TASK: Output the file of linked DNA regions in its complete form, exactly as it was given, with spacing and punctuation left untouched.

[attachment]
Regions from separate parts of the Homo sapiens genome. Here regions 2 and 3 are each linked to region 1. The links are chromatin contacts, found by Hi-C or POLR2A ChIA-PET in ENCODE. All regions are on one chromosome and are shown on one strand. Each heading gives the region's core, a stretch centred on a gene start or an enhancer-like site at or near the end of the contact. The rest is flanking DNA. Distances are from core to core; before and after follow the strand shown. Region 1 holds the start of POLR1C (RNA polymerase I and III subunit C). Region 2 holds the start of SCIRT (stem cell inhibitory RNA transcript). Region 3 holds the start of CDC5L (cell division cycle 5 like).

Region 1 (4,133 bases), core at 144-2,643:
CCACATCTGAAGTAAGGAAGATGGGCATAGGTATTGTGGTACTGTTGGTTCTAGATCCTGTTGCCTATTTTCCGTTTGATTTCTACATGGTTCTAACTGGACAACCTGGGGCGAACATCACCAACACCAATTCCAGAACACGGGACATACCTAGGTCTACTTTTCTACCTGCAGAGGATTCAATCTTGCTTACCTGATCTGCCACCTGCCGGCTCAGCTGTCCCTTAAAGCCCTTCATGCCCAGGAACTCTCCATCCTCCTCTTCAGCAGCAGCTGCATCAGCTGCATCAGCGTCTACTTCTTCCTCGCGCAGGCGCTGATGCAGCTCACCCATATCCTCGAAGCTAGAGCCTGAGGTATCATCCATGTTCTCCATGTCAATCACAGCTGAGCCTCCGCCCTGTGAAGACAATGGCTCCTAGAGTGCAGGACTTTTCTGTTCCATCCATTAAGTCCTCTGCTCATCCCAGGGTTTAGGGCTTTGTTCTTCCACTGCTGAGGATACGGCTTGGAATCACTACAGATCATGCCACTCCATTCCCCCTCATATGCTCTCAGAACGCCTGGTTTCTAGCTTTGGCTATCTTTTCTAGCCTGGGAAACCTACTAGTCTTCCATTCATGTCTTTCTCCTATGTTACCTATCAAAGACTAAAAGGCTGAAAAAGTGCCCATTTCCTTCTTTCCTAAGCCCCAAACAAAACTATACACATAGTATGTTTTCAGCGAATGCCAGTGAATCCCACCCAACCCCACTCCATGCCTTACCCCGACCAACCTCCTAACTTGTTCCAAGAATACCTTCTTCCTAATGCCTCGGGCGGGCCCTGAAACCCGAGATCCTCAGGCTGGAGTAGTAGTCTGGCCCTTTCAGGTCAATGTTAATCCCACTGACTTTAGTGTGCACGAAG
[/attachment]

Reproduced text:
Regions from separate parts of the Homo sapiens genome. Here regions 2 and 3 are each linked to region 1. The links are chromatin contacts, found by Hi-C or POLR2A ChIA-PET in ENCODE. All regions are on one chromosome and are shown on one strand. Each heading gives the region's core, a stretch centred on a gene start or an enhancer-like site at or near the end of the contact. The rest is flanking DNA. Distances are from core to core; before and after follow the strand shown. Region 1 holds the start of POLR1C (RNA polymerase I and III subunit C). Region 2 holds the start of SCIRT (stem cell inhibitory RNA transcript). Region 3 holds the start of CDC5L (cell division cycle 5 like).

Region 1 (4,133 bases), core at 144-2,643:
CCACATCTGAAGTAAGGAAGATGGGCATAGGTATTGTGGTACTGTTGGTTCTAGATCCTGTTGCCTATTTTCCGTTTGATTTCTACATGGTTCTAACTGGACAACCTGGGGCGAACATCACCAACACCAATTCCAGAACACGGGACATACCTAGGTCTACTTTTCTACCTGCAGAGGATTCAATCTTGCTTACCTGATCTGCCACCTGCCGGCTCAGCTGTCCCTTAAAGCCCTTCATGCCCAGGAACTCTCCATCCTCCTCTTCAGCAGCAGCTGCATCAGCTGCATCAGCGTCTACTTCTTCCTCGCGCAGGCGCTGATGCAGCTCACCCATATCCTCGAAGCTAGAGCCTGAGGTATCATCCATGTTCTCCATGTCAATCACAGCTGAGCCTCCGCCCTGTGAAGACAATGGCTCCTAGAGTGCAGGACTTTTCTGTTCCATCCATTAAGTCCTCTGCTCATCCCAGGGTTTAGGGCTTTGTTCTTCCACTGCTGAGGATACGGCTTGGAATCACTACAGATCATGCCACTCCATTCCCCCTCATATGCTCTCAGAACGCCTGGTTTCTAGCTTTGGCTATCTTTTCTAGCCTGGGAAACCTACTAGTCTTCCATTCATGTCTTTCTCCTATGTTACCTATCAAAGACTAAAAGGCTGAAAAAGTGCCCATTTCCTTCTTTCCTAAGCCCCAAACAAAACTATACACATAGTATGTTTTCAGCGAATGCCAGTGAATCCCACCCAACCCCACTCCATGCCTTACCCCGACCAACCTCCTAACTTGTTCCAAGAATACCTTCTTCCTAATGCCTCGGGCGGGCCCTGAAACCCGAGATCCTCAGGCTGGAGTAGTAGTCTGGCCCTTTCAGGTCAATGTTAATCCCACTGACTTTAGTGTGCACGAAG